bilaterals.org logo
bilaterals.org logo
   

Understanding the European Union’s understanding on computer and related services

JPEG - 507 kb

Third World Network | 9 January 2020

Understanding the European Union’s understanding on computer and related services

by Jane Kelsey

We live in a digital era that encompasses everything, from Internet banking, online retailing and multi- modal logistics to automated mining and food production, additive manufacturing (3D printing), smart products and the Internet of Things. Alongside digitisation has come ‘servicification’ - everything in the production and distribution supply chain, except the final commodity, is being redefined as a service.

Most services are now driven by digital technologies that operate through an ecosystem that functions like a human body: data, computer systems, software and algorithms are the brain; telecommunications act as the nerve system; and finance is the blood supply. Those who control the digital brain will wield significant power over the future global economy, society and governance.

Old development asymmetries are embedded in this transformation. If first-mover countries and companies continue to dominate the digital domain, and make the global rules in their interest, then the digital divide among countries will widen even further. That’s why the European Union’s Understanding on Computer and Related Services matters.

What is the EU proposing?

Since the early 2000s the European Union has been promoting an Understanding on Computer and Related Services (the Understanding) in the World Trade Organisation (WTO) and its free trade agreements (FTAs) with individual countries or regions.

The Understanding is a short legal text that subtly expands the classification of ‘computer and related services’ in trade in services agreements. These classifications are how governments indicate what they are bringing under the trade in services rules. Agreeing to the EU’s open-ended definition of Computer and Related Services would guarantee digital infrastructure firms have virtually unrestricted access into countries and rights to operate there with very limited regulation.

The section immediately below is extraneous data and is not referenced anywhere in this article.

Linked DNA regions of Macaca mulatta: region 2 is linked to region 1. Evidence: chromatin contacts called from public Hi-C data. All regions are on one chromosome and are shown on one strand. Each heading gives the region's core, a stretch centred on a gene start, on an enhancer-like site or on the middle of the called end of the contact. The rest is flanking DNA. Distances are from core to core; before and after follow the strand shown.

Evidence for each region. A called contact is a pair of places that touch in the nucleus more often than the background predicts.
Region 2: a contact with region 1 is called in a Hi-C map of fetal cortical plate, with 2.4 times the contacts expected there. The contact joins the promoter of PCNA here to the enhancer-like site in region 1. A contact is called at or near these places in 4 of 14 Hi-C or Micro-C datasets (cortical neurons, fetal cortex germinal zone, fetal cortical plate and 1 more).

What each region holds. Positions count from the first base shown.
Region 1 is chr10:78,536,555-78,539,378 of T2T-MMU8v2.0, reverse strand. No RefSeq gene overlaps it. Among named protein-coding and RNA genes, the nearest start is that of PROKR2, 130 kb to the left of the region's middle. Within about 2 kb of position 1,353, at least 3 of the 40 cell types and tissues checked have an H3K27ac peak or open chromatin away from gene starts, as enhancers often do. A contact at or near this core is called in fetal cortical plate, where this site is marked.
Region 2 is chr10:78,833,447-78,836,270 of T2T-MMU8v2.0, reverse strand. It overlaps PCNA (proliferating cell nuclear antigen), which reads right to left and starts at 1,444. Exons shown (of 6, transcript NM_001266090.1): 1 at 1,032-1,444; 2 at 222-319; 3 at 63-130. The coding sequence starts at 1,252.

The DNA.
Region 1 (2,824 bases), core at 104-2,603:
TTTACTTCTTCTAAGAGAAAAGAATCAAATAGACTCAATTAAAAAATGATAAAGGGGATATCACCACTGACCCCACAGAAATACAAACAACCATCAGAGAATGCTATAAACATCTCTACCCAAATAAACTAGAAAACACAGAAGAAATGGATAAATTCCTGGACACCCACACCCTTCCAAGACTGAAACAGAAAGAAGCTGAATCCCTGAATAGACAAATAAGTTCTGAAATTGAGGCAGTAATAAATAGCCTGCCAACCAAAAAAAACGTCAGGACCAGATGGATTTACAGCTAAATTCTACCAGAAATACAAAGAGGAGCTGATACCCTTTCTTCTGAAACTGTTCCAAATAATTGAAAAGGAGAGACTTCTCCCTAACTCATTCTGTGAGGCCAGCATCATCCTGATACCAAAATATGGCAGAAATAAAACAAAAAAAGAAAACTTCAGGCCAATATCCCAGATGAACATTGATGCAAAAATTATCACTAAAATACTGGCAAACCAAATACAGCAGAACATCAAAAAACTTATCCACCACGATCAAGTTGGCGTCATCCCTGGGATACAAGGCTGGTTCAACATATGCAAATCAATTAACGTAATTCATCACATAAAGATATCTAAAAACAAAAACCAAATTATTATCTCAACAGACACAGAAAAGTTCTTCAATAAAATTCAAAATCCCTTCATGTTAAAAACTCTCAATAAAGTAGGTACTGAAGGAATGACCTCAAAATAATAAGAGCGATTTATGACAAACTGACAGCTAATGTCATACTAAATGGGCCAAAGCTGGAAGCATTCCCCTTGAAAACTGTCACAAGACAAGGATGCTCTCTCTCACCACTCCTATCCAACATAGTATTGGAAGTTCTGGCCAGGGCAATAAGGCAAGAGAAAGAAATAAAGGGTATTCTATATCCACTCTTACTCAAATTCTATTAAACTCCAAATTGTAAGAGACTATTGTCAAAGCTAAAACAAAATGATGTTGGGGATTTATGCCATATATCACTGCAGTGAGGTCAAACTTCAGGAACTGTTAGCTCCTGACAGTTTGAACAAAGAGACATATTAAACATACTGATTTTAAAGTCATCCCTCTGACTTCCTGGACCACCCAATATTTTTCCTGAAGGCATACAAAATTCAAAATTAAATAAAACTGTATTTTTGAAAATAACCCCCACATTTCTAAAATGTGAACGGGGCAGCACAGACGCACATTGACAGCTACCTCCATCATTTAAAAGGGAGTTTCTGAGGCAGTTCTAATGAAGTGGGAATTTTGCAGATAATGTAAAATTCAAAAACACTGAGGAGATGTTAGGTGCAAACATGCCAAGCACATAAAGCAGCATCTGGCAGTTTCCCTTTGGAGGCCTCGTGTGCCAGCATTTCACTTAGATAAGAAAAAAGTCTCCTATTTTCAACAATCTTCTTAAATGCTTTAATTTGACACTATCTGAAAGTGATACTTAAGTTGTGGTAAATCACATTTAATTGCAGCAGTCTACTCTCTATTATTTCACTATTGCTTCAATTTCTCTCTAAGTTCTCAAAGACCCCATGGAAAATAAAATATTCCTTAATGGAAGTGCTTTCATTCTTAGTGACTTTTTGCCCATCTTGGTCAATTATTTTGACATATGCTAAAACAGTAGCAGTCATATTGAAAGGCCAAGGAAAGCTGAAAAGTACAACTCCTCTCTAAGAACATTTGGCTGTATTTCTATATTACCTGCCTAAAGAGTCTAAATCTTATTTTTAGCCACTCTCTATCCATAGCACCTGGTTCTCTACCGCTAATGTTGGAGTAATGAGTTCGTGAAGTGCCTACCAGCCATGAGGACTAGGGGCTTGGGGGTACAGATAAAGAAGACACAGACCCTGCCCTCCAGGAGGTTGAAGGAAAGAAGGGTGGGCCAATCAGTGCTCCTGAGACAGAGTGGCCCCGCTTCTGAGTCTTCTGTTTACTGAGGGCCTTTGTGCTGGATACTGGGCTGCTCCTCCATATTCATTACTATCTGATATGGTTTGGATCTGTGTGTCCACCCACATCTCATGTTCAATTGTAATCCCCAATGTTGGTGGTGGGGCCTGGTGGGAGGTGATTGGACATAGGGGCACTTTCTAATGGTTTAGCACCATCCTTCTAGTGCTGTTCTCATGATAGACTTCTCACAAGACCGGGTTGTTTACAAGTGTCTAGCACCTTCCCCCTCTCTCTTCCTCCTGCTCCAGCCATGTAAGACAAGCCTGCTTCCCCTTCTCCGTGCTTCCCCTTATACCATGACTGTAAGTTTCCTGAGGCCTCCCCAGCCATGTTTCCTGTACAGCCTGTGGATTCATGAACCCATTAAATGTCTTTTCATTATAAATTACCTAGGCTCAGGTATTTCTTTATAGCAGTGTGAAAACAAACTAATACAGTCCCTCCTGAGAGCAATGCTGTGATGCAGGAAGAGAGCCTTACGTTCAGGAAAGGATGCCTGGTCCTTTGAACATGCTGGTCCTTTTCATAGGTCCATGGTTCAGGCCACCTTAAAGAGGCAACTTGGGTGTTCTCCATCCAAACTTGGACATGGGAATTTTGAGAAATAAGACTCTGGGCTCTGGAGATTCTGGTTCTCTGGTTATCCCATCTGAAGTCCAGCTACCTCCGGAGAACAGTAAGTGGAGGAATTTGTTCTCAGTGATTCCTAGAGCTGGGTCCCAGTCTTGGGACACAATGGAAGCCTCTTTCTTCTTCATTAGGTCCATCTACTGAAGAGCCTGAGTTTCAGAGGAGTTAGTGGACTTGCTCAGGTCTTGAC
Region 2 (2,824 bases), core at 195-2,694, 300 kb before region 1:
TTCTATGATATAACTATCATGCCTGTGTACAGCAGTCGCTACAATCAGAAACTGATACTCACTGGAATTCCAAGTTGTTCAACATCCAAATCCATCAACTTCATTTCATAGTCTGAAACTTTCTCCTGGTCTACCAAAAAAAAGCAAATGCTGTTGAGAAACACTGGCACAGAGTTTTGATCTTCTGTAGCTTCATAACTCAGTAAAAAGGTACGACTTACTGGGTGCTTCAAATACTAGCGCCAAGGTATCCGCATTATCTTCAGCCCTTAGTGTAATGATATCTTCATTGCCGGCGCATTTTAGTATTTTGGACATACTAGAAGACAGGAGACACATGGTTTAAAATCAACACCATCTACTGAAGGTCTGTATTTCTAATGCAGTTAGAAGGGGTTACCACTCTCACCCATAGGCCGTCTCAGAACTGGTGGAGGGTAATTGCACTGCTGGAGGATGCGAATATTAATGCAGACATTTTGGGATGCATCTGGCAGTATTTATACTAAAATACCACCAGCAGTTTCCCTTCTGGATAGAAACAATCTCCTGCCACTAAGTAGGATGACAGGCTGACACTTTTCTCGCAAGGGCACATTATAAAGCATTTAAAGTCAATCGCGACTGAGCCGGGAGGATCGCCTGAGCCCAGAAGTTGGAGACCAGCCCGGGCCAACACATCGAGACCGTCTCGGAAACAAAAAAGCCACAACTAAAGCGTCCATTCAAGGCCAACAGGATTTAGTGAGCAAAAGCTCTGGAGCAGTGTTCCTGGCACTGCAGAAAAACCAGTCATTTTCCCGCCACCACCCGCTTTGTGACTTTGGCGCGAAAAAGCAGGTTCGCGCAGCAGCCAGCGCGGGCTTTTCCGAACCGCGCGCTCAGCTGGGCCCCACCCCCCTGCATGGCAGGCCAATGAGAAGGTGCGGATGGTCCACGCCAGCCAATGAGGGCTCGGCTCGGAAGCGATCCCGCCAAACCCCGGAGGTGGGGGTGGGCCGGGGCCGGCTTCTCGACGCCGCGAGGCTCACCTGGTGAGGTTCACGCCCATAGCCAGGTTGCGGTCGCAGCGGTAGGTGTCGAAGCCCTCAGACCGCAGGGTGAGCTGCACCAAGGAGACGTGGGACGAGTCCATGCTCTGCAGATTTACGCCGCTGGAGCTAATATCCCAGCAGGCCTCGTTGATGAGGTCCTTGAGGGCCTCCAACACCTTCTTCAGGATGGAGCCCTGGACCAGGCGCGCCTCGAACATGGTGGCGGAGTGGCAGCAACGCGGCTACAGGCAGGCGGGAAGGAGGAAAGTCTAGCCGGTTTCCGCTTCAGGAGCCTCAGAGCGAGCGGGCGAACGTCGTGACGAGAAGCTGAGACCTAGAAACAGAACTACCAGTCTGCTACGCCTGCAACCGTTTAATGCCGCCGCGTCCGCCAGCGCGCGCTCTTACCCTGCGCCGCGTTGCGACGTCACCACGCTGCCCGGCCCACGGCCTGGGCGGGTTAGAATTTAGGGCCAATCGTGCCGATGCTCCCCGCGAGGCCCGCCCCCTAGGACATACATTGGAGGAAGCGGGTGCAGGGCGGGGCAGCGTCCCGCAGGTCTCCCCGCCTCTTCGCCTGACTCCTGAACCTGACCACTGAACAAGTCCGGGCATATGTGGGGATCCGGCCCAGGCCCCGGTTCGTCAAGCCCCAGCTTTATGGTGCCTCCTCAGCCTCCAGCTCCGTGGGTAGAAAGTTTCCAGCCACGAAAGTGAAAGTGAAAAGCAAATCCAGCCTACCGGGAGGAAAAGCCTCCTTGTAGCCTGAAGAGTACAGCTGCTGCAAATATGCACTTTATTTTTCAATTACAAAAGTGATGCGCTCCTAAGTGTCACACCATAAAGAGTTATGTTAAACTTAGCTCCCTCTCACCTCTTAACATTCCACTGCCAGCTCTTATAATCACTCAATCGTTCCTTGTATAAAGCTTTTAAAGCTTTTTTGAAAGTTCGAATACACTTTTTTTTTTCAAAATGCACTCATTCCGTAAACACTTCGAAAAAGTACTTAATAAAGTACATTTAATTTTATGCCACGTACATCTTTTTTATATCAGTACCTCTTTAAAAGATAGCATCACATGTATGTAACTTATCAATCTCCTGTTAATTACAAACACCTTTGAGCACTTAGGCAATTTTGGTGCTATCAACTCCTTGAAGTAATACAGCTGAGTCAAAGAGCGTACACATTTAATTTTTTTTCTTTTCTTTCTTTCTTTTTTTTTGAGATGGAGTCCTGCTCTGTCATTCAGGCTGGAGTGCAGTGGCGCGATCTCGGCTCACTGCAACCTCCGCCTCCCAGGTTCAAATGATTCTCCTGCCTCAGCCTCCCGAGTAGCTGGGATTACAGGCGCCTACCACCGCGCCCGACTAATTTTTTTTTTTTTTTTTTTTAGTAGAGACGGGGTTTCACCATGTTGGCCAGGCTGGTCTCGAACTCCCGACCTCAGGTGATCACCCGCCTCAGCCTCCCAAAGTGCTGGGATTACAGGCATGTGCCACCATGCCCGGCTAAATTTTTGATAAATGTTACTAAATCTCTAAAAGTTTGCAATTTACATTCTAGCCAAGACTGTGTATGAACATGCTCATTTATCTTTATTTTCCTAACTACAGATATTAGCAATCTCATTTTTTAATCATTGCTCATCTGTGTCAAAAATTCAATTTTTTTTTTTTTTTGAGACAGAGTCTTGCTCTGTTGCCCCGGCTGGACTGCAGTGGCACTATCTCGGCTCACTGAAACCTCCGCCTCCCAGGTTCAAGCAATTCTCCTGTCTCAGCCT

If adopted on a wide scale, the Understanding would consolidate power and control over the digital ecosystem, including of data, in the major powers and more specifically, their corporations. Local firms in developing countries will not be able to compete.

So far, the EU has failed to get the Understanding adopted in the General Agreement on Trade in Services (GATS) in the WTO, but some version of the Understanding is included in almost all the EU’s FTAs. The EU is now pushing the Understanding as part of the unmandated electronic commerce negotiations at the WTO.

What is in the Understanding?

It has three elements:

1. Countries agree to make comprehensive high-level commitments on Computer and Related Services (technically, adopting the two-digit classification CPC 84) in their trade in services schedules, including for computer systems, programming including source codes and algorithms, maintaining computer systems and software, and processing and storage of data. Currently, governments can choose whether or not to commit one or more of those sub-services and can limit their coverage.

2. Those commitments are interpreted using a contextual narrative that ensures it applies to all computer and related services, including those yet to be invented, and it says the sector includes the named sub- services, meaning it is non-exhaustive and can cover more. That future-proofs the scope of computer and related services to include whatever new services and technologies might be developed in the future, but with no criteria for determining what additional elements might fall within its scope.